The work of self-examination, learning, relearning, and forging a path of action toward the goal of a more diverse, equitable, and inclusive conservation movement is the work of lifetimes.
Many Maine land trusts have begun to think about equity in their work, and some are making progress! Without a doubt, however, a commitment to continuous and ongoing effort is required. In this final part of our three-part series, we will focus on some ways you can keep the momentum going as you wrestle with and find hope in the process.
Find an affinity group that helps you feel you’re not doing this work alone.
The benefit of finding other people and organizations who are committed to this work with whom you can share ideas, frustrations, successes, and learnings is invaluable. Providing those opportunities for Maine land trusts will continue to be a priority for the Maine Land Trust Network but there are many other opportunities for camaraderie and community in Maine and beyond. Find a group with whom you have an affinity and make a commitment to actively participate in it. Here are a few groups and initiatives we know of.
- Maine Environmental Education Association Changemakers Beyond Statements – These monthly interactive meetings are open to anyone looking for support as they work to find a path of action that will take them beyond just statements at their organizations. Sign up for the zoom meetings here.
- Relearning Place Program – The Relearning Place Program is a collaborative initiative consisting of a diverse group of intergenerational individuals, which promotes the cross-pollination of ideas from new and old ways of thinking and learning related to land, place and people.
- Wabanaki REACH – Many land trusts (and other groups and nonprofits!) are interested in connecting with the Wabanaki tribes of Maine to explore potential partnerships. They do not have the capacity to respond to all the requests they receive, so please take advantage of the programs that are offered to the general public, such as programs and events offered by Wabanaki REACH. To continue your own learning, visit the First Light Learning Journey Resource Page.
- There are also regional groups you can join, such as the Midcoast Indigenous Awareness Group.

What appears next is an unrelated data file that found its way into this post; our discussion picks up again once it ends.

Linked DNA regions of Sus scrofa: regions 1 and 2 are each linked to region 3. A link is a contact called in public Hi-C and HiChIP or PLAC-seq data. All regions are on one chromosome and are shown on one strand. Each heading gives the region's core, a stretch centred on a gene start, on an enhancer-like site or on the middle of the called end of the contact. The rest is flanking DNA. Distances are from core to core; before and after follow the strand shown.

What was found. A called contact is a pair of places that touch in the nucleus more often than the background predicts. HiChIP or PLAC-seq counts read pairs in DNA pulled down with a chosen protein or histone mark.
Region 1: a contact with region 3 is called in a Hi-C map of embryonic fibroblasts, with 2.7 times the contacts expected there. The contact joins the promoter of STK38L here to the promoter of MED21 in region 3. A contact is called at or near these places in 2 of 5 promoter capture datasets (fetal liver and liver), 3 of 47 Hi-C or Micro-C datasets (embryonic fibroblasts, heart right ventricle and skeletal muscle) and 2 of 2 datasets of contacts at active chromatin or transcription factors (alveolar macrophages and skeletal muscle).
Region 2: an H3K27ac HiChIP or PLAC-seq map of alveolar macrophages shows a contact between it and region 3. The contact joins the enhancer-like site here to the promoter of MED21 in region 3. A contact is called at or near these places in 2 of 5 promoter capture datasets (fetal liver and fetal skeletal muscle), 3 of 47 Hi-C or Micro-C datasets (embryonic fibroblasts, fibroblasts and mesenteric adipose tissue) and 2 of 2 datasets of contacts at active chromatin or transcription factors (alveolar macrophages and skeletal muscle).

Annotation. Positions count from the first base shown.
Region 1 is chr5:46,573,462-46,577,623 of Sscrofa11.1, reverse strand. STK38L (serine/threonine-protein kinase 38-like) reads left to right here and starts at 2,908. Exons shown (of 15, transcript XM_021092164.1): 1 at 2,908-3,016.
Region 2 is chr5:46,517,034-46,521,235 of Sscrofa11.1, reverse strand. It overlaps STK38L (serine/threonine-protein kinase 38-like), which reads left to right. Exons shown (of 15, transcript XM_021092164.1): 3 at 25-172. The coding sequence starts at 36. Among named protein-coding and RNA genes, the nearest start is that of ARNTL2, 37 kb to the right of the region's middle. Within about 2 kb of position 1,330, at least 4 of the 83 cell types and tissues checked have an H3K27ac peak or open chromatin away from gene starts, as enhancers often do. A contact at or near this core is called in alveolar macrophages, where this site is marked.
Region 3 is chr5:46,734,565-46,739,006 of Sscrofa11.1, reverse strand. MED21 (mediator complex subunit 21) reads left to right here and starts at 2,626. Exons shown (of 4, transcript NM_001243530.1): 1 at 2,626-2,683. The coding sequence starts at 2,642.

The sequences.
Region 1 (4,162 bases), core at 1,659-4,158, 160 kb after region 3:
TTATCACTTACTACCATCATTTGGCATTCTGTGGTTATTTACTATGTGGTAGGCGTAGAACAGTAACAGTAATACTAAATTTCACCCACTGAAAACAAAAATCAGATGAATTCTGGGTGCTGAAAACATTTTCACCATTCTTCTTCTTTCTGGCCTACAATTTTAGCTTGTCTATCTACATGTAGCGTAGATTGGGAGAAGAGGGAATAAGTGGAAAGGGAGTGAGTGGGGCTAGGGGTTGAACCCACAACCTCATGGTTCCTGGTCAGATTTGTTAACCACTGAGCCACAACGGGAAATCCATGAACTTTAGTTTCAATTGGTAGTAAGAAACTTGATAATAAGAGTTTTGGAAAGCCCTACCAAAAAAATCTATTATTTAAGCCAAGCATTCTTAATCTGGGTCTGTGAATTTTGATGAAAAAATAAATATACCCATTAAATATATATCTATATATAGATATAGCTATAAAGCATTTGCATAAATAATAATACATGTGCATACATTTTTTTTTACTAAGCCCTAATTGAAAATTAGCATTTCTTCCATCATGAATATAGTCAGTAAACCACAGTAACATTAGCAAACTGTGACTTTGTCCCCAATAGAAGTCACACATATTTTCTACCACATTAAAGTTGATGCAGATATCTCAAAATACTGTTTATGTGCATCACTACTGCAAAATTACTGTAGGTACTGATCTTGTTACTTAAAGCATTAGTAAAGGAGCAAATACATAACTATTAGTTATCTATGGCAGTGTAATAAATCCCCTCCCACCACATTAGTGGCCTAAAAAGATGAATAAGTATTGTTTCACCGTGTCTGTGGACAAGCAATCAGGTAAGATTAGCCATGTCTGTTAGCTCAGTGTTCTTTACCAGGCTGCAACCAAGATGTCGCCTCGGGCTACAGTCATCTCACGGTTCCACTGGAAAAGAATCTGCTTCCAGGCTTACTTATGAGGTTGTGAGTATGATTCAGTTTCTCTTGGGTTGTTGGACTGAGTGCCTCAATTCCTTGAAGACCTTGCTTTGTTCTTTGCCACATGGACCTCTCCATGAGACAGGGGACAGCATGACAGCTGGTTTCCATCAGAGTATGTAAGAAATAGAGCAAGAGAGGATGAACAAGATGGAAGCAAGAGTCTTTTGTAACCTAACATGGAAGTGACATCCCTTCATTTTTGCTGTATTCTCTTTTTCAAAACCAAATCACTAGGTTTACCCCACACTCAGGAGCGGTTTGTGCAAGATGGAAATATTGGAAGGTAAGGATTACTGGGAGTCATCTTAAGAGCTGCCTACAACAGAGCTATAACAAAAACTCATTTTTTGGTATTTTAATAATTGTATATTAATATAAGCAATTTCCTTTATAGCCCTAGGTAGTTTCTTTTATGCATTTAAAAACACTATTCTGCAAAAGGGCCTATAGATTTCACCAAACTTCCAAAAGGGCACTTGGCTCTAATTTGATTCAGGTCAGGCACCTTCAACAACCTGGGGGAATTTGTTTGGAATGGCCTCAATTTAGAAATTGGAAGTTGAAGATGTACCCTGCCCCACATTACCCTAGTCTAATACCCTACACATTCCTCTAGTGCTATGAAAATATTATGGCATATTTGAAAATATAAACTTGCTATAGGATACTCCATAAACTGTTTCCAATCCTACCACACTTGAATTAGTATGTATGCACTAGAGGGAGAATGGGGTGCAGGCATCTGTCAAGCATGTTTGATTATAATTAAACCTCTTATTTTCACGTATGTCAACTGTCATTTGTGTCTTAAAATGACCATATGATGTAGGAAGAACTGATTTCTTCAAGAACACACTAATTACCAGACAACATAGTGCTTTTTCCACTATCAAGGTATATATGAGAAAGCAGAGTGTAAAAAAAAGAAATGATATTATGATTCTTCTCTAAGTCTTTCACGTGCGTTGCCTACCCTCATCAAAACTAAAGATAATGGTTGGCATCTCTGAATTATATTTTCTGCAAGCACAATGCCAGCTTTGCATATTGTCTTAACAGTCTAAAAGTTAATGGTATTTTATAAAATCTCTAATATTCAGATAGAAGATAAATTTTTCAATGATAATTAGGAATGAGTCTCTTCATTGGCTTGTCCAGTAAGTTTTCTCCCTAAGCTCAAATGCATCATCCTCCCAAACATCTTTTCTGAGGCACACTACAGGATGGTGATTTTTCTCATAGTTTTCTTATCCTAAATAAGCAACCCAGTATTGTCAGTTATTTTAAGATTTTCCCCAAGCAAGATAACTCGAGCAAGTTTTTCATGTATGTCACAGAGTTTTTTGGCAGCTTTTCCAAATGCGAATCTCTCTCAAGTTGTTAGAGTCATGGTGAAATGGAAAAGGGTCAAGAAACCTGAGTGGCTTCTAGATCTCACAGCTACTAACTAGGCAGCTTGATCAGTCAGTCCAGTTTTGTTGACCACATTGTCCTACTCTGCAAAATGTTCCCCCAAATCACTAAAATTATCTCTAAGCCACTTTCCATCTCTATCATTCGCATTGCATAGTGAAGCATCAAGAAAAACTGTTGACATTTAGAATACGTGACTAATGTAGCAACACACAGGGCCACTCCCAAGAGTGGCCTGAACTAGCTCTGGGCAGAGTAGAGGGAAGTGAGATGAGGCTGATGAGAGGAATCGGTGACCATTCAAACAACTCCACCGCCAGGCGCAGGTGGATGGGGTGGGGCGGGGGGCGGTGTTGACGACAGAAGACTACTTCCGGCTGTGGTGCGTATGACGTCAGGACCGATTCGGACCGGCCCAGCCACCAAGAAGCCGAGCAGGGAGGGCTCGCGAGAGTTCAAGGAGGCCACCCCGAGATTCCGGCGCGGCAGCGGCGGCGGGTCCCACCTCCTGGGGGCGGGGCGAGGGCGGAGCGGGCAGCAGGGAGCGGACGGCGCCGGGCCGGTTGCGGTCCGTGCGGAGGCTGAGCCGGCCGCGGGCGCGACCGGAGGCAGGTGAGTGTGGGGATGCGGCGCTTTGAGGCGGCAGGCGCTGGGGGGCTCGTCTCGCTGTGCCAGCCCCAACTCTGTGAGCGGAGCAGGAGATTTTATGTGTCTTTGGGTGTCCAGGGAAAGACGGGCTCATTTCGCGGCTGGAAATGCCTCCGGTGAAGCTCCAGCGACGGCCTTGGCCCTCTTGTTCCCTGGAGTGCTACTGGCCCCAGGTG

If you’ve made a start, don’t stop! Keep challenging yourself and your organization to move forward.
If you have already started a Diversity, Equity, and Inclusion committee (or something similar) at your organization, we have provided some good resources to help you think, work, and grow together in our Episode 1 and Episode 2 posts. When you’re ready to go farther, here are a few additional resources that are more advanced.
- The Diversity Gap – Book, Podcast, and Workshop
- Up with Community Ideas to Action Field Guide
- Dismantling Racism Workbook
If you get stuck, reach out.
If you reach a point where you are feeling stuck or you run into an obstacle that is giving you trouble, reach out to someone you trust in this community. Several members of our work group are very happy to speak with you, or maybe you connected with someone in our breakout groups during the zoom meetings.
The important thing is to keep thinking, talking, and building relationships with others so that we can all support each other and keep the conversation going.
Learn from other groups who are ahead of you on the path.
On November 10th, we were so grateful to be joined at our MLTN DEI Community Conversation by Matt Prindiville of Upstream, a public-benefit nonprofit that helps businesses and communities shift from single-use to reuse. Matt and Upstream operate right here in Maine and they have been dedicated to shifting their work culture and practice as they travel their personal and professional journey toward anti-racism. You can watch the recording of the MLTN interview here. You can also listen to a longer podcast posted on the Upstream website here.